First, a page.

Most of it was sung, for one thing, and there was a kind of a klezmer feel to it which was nice.  And the officiants did a nice job of walking the visitors through the various bits that those more familiar with the order of things would just have known.  It was a long service – they went through the usual Sabbath service as well as the bat mitzvah (or the b’not mitzvah, which is the plural form, since Sara and her friend Mia decided to do this together) – but it flowed on by.  Sara did a nice job with her speaking parts, and Keith and Lori even found roles for various family members.  Kim and I were put on the “put the cover back on the Torah” detail, along with a couple of people from Mia’s family, and we managed to get it done even without a rehearsal.  This is good, because apparently if you drop the Torah it means several weeks of fasting and we had a reception to go to afterward.

“Lunch is on,” I whispered to Keith as I walked past him back to my seat.

And so it was.  We walked over to a restaurant called The Sugar Factory, which is apparently known for using goldfish bowls and dry ice to make giant steaming sodas, and settled in for a lovely reception. 

We talked.  We ate.  We tried a few of the items at the bar – drinks roughly as extravagant as the sodas only you shouldn’t be driving home afterward (try the American Honey – it’s really, really good).  There was a photo booth where you could take serious photos and not so serious ones.  It was a grand time.   

There was also a Serious Dessert for the guest of honor, as was only right and proper. 

A few of us ended up back at Keith and Lori’s afterward for yet more food and conversation, because that’s just the best way to spend a day.  By that point the hard part was over, the nerves had been stilled, and everyone could just relax.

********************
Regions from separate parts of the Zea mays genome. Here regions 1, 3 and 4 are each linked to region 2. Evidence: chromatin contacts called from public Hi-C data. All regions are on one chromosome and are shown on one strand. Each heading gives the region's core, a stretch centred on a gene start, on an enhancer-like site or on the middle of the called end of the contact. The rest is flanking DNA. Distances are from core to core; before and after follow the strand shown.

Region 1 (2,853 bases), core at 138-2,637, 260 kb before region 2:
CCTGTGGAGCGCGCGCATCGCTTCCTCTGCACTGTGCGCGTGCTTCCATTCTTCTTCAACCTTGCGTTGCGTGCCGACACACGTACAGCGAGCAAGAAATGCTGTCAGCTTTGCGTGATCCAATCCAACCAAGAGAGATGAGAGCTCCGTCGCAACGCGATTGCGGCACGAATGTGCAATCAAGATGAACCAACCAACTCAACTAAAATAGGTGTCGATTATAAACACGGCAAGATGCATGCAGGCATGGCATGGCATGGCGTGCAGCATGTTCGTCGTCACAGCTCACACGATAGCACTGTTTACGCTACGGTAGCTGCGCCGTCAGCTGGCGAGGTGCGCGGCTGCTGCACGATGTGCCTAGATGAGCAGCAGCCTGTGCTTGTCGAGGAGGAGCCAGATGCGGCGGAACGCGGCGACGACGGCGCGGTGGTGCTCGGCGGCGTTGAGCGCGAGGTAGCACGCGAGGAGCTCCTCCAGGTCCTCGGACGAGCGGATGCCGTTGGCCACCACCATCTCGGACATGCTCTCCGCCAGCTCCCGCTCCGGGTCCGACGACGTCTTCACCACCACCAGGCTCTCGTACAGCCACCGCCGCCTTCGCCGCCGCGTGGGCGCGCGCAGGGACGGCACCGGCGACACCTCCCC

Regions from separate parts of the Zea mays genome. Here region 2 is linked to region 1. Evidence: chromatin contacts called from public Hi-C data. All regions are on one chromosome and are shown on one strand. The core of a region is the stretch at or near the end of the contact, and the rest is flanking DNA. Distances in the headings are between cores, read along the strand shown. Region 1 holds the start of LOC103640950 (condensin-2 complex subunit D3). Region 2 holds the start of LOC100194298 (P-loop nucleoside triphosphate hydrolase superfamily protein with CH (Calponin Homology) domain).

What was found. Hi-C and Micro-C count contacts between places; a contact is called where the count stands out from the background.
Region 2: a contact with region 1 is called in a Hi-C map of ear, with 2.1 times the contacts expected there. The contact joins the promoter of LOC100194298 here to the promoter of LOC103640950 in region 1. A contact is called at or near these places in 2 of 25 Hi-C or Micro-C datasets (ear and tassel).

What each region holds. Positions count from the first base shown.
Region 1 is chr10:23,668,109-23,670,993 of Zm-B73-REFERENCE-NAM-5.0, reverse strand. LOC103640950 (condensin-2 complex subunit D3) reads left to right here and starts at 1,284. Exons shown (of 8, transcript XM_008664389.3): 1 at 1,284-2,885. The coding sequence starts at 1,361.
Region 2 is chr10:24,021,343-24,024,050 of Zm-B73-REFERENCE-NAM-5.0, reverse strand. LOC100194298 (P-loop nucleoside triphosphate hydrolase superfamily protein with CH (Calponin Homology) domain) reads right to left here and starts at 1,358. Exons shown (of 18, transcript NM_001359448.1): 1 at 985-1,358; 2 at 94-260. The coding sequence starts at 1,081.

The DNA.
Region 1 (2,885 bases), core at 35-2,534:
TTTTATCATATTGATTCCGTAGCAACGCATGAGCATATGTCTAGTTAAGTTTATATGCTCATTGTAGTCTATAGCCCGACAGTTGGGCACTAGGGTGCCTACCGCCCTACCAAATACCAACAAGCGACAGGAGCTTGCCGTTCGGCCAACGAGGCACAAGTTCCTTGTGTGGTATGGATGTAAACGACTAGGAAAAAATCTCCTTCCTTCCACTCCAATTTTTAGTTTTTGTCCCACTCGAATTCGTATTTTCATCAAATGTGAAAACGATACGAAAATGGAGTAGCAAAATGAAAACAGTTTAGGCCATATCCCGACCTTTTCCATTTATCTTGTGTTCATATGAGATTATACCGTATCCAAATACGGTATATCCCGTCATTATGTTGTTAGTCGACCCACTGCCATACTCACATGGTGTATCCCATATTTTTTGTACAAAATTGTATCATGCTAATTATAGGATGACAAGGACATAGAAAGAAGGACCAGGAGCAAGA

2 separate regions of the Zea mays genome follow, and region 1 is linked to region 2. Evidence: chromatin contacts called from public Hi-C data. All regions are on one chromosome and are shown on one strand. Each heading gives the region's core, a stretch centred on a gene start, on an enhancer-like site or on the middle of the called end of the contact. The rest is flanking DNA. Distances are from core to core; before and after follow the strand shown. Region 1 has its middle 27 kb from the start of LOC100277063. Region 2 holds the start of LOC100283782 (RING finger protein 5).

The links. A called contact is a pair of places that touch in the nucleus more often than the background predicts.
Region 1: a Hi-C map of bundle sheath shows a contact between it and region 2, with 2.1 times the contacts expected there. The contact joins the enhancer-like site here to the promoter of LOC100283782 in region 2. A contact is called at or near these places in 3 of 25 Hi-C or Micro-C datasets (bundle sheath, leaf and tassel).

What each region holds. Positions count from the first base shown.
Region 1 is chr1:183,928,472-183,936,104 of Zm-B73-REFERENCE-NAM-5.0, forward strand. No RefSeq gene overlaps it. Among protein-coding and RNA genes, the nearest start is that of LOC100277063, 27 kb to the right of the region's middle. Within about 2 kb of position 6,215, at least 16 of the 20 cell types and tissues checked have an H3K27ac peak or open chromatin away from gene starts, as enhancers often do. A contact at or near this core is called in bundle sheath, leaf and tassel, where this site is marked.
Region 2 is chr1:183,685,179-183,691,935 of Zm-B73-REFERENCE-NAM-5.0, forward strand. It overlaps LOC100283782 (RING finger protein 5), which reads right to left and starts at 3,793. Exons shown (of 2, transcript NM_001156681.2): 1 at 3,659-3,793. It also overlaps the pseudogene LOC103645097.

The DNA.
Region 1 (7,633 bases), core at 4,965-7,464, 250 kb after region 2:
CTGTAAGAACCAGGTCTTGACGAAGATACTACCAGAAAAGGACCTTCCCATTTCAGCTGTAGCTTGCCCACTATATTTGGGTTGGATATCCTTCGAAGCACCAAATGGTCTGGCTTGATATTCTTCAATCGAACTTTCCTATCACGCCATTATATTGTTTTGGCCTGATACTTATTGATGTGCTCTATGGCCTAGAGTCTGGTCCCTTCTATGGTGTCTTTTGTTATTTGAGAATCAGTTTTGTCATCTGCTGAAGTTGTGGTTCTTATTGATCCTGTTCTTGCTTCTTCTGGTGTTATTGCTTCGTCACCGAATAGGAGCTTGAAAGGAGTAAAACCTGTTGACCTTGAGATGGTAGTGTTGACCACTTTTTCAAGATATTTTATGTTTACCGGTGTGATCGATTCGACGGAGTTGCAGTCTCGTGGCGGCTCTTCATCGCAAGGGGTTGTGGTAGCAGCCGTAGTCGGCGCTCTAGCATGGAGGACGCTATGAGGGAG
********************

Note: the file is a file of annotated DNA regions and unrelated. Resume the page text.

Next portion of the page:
These are initiation rites, welcoming the initiant into the community as an adult.  We don’t have enough of those anymore, really, and it’s good to see the ones we have continuing.  As a historian, I just love the idea of passing down customs, practices, and objects from one generation to another, especially when they’re more than just things – they’re part of a larger culture and a family history.

Of course this left us with some time afterward, so after much puzzling the Wisconsin crew decided that we’d go to a movie.  Incredibles 2 was playing nearby, so we wandered around the city in our separate ways for a while until showtime, met Sara at the theater, and were Entertained for a while. 

We were even more entertained afterward when the escalator down to the street level decided to eat Lauren’s shoelace and Kim had to press the emergency stop button so we could get it back.  No harm done, and there was a general celebration that ended yet again at yet another Gray’s Papaya because New York that’s why.

We drove home the next day – a long and thankfully uneventful drive made longer by the slowest KFC on earth.  But we made it, and everything was fine.

Congratulations, Sara!  Mazel tov!